My single New Yearís resolution this year (still not fulfilled) is to buy a new bathroom scale, and, perhaps, one day, use it. I flirted with the notion of bypassing the entire New Yearís resolution charade altogether, but I have been haunted by the drumbeat of news articles and advertisements reminding me that this is the year I can slim down, tone up, and reduce my chronological age to that of Scarlett Johansson.
When my friend Eden invited me to join her book club, I was thrilled. After all, securing a slot in a desirable book club had become more competitive than gaining acceptance to Harvard. Now I had proof that I was no mental midget. The next time my neighbor invited me to come over and watch “American Idol,” I would sigh, “I wish I could, but I’ve got to polish off the last three hundred pages of ‘The Rise and Fall of Western Civilization’ for my book club meeting tonight.”
These days I am on my very best behavior whenever I leave the house. If I am wearing pantyhose, I double check to ensure there is no laughable bagging at the ankles. I drive as thoughtfully as if Iím being tested for a license, a DMV official sitting in the passenger seat. I wonít even allow myself to grimace or honk when another driver is blocking my path, taking ten minutes to parallel park single-handedly because her other hand has a death-grip on a cell phone, which she is using to make a manicure appointment. If I must sneeze, I hide in a secure location before honking into a tissue.
The world of science often goes to great lengths to prove the obvious. The latest example is the American Psychological Association (APA), which released a report on Sunday that links hyper-sexualized images of girls and young women in the media with damage to girlsí healthy psychological development. The incessant drumbeat of these images of women in advertising, merchandising, movies and music videos can lead to depression, eating disorders, and poor self-esteem among girls, the researchers concluded.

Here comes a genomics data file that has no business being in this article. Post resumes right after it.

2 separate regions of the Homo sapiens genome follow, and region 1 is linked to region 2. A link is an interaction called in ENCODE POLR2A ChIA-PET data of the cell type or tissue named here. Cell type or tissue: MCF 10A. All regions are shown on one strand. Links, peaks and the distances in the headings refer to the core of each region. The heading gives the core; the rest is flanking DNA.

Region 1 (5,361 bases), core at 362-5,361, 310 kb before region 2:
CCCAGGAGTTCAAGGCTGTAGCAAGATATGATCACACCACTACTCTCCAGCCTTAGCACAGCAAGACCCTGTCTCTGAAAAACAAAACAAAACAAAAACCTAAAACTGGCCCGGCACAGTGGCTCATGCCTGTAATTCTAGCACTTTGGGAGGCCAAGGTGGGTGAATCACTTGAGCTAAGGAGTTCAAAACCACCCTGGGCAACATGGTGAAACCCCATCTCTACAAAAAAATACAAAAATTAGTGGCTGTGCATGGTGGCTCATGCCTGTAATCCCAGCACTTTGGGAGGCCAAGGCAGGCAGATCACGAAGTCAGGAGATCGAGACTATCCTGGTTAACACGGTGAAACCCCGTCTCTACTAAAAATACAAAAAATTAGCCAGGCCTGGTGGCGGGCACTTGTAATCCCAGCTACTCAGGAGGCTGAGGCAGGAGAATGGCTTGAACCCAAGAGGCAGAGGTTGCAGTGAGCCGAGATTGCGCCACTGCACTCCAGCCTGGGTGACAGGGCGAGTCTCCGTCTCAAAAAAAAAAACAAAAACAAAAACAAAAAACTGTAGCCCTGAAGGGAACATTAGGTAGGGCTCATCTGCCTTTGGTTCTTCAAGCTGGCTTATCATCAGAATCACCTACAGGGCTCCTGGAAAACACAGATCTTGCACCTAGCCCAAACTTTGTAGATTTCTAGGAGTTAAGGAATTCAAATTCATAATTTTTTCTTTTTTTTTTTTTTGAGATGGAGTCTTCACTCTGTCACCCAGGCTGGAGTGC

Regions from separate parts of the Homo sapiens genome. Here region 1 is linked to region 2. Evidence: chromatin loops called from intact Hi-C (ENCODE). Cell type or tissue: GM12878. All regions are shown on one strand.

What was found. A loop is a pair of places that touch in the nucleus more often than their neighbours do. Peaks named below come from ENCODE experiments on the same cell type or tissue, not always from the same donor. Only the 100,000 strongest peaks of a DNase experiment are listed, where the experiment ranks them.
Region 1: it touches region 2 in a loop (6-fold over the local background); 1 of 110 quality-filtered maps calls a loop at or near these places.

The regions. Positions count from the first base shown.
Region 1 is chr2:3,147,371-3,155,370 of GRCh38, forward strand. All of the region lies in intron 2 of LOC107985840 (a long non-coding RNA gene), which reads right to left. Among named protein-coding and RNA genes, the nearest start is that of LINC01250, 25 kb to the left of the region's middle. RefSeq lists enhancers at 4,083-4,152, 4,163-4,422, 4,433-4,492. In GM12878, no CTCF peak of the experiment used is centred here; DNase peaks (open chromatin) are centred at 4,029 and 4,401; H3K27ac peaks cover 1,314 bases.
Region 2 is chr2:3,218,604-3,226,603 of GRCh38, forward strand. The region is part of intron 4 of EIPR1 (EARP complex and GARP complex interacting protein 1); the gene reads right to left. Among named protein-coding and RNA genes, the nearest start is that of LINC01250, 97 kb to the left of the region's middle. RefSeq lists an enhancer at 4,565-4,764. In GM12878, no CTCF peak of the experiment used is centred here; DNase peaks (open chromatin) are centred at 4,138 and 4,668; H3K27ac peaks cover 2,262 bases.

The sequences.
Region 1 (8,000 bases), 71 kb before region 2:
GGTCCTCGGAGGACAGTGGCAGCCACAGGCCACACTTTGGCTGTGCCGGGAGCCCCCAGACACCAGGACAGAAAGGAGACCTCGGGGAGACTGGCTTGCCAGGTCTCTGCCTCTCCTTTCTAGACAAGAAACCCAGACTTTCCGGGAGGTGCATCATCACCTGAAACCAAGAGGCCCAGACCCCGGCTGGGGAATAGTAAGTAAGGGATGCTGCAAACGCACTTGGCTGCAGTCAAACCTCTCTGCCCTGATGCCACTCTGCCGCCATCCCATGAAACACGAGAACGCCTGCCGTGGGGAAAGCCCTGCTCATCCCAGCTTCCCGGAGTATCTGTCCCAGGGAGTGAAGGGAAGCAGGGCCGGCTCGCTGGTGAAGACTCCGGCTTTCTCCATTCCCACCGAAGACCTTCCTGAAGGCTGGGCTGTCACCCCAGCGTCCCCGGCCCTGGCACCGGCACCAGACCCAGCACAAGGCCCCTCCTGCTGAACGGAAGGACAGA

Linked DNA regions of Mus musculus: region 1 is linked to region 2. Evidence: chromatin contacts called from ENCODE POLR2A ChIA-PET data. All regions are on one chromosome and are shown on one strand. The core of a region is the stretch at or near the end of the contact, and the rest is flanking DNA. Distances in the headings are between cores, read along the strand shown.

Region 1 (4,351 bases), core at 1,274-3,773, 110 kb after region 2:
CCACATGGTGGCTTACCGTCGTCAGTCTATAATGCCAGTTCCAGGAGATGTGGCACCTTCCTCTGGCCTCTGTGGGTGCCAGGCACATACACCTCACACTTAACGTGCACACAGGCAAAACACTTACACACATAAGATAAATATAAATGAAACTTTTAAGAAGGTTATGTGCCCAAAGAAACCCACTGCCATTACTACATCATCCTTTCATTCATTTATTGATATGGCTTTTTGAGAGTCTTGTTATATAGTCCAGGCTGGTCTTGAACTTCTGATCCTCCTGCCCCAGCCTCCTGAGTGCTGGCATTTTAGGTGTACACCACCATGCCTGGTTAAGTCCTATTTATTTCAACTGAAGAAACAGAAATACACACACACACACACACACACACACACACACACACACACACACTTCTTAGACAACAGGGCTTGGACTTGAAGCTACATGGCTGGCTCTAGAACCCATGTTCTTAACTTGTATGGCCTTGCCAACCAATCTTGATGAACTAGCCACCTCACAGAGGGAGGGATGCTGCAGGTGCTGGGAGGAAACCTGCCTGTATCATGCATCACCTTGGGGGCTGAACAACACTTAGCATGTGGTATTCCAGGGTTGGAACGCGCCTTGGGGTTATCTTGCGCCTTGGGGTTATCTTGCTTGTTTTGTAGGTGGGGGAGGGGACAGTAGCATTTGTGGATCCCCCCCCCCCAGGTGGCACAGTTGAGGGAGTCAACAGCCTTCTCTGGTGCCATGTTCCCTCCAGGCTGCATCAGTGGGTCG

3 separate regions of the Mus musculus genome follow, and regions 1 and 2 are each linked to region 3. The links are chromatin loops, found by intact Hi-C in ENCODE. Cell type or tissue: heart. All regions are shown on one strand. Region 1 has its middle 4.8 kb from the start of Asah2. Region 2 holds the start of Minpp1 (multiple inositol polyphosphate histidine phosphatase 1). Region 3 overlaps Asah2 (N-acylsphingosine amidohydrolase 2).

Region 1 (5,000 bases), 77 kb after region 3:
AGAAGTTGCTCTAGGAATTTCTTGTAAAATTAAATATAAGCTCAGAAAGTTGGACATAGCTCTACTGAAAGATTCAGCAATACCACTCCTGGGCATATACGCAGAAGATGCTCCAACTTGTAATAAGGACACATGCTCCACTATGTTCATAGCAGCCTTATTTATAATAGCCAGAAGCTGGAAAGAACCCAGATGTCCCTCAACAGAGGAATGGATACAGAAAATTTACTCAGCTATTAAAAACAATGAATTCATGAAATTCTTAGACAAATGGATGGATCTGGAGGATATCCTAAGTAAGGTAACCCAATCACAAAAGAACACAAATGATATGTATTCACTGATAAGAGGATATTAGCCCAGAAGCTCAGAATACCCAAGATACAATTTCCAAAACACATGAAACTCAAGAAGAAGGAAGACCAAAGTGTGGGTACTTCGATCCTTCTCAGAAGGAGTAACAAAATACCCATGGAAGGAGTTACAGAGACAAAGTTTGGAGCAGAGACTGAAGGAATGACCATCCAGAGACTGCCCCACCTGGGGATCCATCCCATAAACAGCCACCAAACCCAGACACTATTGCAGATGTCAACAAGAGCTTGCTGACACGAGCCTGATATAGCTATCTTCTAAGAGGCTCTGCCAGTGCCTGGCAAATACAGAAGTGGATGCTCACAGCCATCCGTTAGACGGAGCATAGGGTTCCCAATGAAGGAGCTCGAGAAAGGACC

At the risk of betraying my sex, Iíd like to put a big heart-shaped kibosh on the vast Valentineís Day industrial complex. I like romance as much as the next gal, but in my sometimes humiliating experience, Valentineís Day is more likely to sink a love boat than float it.
In case you missed the recent Super Bowl match-up between the Chicago Bears and the Indianapolis Colts, here is a recap of the game by Fox Sports analysts Daryl (”Moose”) Johnston, former starter for the Dallas Cowboys, and Judy (”Mom”) Gruen, who is chronically late for Pilates class.
We who live in sunny, star-studded Los Angeles are often envied by people who live in less glamorous, climactically inhospitable places, such as Embarrass, Minnesota. But I say to residents of Embarrass, Minnesota and other towns and hamlets across this vast nation: Donít envy us till youíve walked a mile in our Birkenstocks. We have plenty of problems of our own.
We are now in the midst of that madcap season where everywhere we turn, we confront spooks, goblins, diabolical attempts to frighten us to death, skeletons jumping out of closets, and masked short people ringing bells and demanding treats on pain of extortion.
Since I installed a powerful spam-blocker, most spam email headed my way finds an ignominious end in the electronic trash. Yet danger still lurks in my in-box. Several times a week I receive emails — from people calling themselves friends, no less — containing threats and hints of extortion if I fail to do what the sender requires.